My financial adviser told me my investments were ‘inflation-proof,’ but then my account fell 20% — and he ‘was never able to explain the accelerated loss of money.’ What’s the right move?

Updated: July 1, 2022 at 6:22 a.m. ET

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Should you ditch an adviser who can’t clearly communicate losses. to you? Getty Images/iStockphoto

Question: I went through a 20% loss with my investments at a big bank. I was told by the adviser that my portfolio is made up of inflation-proof domestic and foreign investments, but the advisor was never able to explain the accelerated loss of money. I closed my account. Was that the right move? (Looking for a financial adviser? You can use this tool to get matched with a financial adviser who might meet your needs here.)

Answer: Your instinct to move away from this adviser was likely the right one, pros say. Indeed, Michelle Connell, chartered financial analyst, says your adviser’s inability to explain your losses is something she finds concerning. And the fact that this adviser called something ‘inflation-proof’ may have been a warning sign too. “There are very few things in the market that are completely safe or inflation-proof,” says certified financial planner Jay Zigmont. Wealth adviser Bruce Tyson at Morton Wealth adds that, on the plus side, now you will know to “ask harder questions when an adviser claims that an investment is ‘something-proof.’” 

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To be sure, a recent 20% loss isn’t unheard of. As of mid-June, the S&P was down about 20% from its highs in January. But that said, a good adviser would have explained all of that to you, and also clearly explained what you’re invested in. What’s more, a good adviser would likely have had a better understanding of your risk tolerance — if that kind of loss was unacceptable to you, you may have been invested too aggressively in growth.

Tyson says in the future, you should work with an adviser to build a resilient portfolio rather than one solely focused on growth. “Ultimately, your adviser should be doing more education, more cash-flow planning and more tax planning for you so you would have a total picture of your money and less anxiety around price movements in your account,” says Kaleb Paddock, certified financial planner at Ten Talents Financial Planning. You can use this tool to get matched with a financial adviser who might meet your needs here.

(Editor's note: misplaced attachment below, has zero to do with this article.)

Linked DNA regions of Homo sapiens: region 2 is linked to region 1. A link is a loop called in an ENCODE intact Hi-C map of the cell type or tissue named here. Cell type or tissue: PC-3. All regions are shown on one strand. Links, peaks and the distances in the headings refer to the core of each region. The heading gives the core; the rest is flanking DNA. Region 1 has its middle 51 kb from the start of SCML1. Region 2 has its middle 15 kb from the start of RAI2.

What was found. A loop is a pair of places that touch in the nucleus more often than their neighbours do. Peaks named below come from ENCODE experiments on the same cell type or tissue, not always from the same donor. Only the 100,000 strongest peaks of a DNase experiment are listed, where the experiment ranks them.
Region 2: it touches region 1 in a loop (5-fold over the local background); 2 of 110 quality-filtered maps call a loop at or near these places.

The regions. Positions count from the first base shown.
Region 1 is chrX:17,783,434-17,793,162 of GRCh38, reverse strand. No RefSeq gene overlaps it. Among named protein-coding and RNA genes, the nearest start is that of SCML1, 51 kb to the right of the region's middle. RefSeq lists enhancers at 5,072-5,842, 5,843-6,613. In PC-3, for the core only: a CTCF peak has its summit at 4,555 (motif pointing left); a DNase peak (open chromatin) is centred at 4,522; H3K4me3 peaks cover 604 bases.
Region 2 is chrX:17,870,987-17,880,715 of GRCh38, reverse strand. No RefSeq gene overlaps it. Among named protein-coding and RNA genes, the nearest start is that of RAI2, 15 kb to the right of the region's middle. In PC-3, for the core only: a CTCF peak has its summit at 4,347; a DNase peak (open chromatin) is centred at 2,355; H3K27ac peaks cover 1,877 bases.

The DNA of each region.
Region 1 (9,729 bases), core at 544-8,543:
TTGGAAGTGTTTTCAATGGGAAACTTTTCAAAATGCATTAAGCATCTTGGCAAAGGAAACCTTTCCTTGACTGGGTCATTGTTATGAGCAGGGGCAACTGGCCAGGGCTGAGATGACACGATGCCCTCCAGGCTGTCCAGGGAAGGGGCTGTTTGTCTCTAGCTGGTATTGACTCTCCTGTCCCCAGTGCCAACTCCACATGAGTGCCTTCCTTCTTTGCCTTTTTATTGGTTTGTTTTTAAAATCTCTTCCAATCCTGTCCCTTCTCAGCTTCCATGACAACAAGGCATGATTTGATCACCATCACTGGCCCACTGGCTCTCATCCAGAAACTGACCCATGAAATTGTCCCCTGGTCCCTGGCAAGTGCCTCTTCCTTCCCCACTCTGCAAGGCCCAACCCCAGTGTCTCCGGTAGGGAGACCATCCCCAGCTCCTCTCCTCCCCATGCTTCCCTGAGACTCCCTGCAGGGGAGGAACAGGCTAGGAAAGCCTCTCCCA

But was it the right move to close the investment account? Certified financial planner Jay Zigmont says the bank account isn’t what’s most important, but what you are investing in is. You could have left the money where it was and switched to a new adviser or you could have moved the funds to a self-directed account if your preference is to have more control over your investments.

And “the question is, what did you do with the money after you closed the account, says Zigmont. Closing an investment account can be costly if your gains are higher than your losses and you might be subject to paying taxes if you sell holdings less than a year after purchasing them. Additionally, many firms charge a fee to close an account, so you’ll want to check the fine print in the terms and conditions of your account to know what you should expect when closing a brokerage account.

So what should you do next? “It sounds like the adviser may not have been a good fit for you, but the challenge is to find one that is,” says Zigmont. In terms of what to look for in an adviser depends on your needs. “A good financial planner can add value well beyond the management of the investment portfolio,” says certified financial planner Ian Rea of Slate Peak Financial Services. This Marketwatch Picks guide can help you formulate a list of questions to ask a potential adviser.

Do some research before you hire your next adviser and make sure they have enough investment knowledge to navigate during investment market downdrafts. “Then interview the qualified candidates and determine if they develop an investment plan that will help you reach your goals within your risk tolerance. Also, make sure they communicate when market conditions are tough and most importantly that you trust them,” says Connell.

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Alisa Wolfson is a reporter for MarketWatch Picks.

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